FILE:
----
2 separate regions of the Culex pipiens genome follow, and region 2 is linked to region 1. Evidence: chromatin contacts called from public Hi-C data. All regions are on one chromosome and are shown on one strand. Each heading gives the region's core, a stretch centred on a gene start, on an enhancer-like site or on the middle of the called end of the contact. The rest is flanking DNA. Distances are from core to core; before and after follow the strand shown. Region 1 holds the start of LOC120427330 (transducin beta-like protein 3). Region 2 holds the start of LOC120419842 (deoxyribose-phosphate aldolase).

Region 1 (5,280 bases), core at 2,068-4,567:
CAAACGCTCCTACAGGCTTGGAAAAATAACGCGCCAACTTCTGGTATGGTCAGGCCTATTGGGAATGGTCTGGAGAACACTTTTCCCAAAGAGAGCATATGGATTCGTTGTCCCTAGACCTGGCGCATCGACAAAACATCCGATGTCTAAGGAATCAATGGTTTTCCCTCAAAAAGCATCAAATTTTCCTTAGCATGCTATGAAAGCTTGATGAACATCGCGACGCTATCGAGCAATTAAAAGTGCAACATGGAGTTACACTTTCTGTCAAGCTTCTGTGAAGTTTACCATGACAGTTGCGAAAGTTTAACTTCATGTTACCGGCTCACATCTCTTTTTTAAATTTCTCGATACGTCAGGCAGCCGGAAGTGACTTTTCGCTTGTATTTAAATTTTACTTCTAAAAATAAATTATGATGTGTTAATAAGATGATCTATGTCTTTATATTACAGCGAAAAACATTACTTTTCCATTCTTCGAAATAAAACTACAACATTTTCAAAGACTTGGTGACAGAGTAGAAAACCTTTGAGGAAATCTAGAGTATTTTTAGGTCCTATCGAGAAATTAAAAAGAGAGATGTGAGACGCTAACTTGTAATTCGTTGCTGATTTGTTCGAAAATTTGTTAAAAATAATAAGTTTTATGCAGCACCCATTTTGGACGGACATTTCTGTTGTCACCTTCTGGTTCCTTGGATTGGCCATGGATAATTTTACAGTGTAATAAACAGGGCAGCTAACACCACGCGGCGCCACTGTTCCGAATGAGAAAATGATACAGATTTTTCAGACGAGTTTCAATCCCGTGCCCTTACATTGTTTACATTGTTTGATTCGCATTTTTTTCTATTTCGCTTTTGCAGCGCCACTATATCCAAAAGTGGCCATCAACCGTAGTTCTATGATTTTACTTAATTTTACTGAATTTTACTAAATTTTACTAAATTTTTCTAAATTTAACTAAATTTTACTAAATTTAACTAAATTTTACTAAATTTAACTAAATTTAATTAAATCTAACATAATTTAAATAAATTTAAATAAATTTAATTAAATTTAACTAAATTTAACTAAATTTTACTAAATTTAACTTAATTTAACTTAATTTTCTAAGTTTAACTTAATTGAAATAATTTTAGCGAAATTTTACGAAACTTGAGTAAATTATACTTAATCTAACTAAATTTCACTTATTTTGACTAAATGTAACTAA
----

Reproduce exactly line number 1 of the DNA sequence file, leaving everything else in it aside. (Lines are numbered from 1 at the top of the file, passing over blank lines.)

2 separate regions of the Culex pipiens genome follow, and region 2 is linked to region 1. Evidence: chromatin contacts called from public Hi-C data. All regions are on one chromosome and are shown on one strand. Each heading gives the region's core, a stretch centred on a gene start, on an enhancer-like site or on the middle of the called end of the contact. The rest is flanking DNA. Distances are from core to core; before and after follow the strand shown. Region 1 holds the start of LOC120427330 (transducin beta-like protein 3). Region 2 holds the start of LOC120419842 (deoxyribose-phosphate aldolase).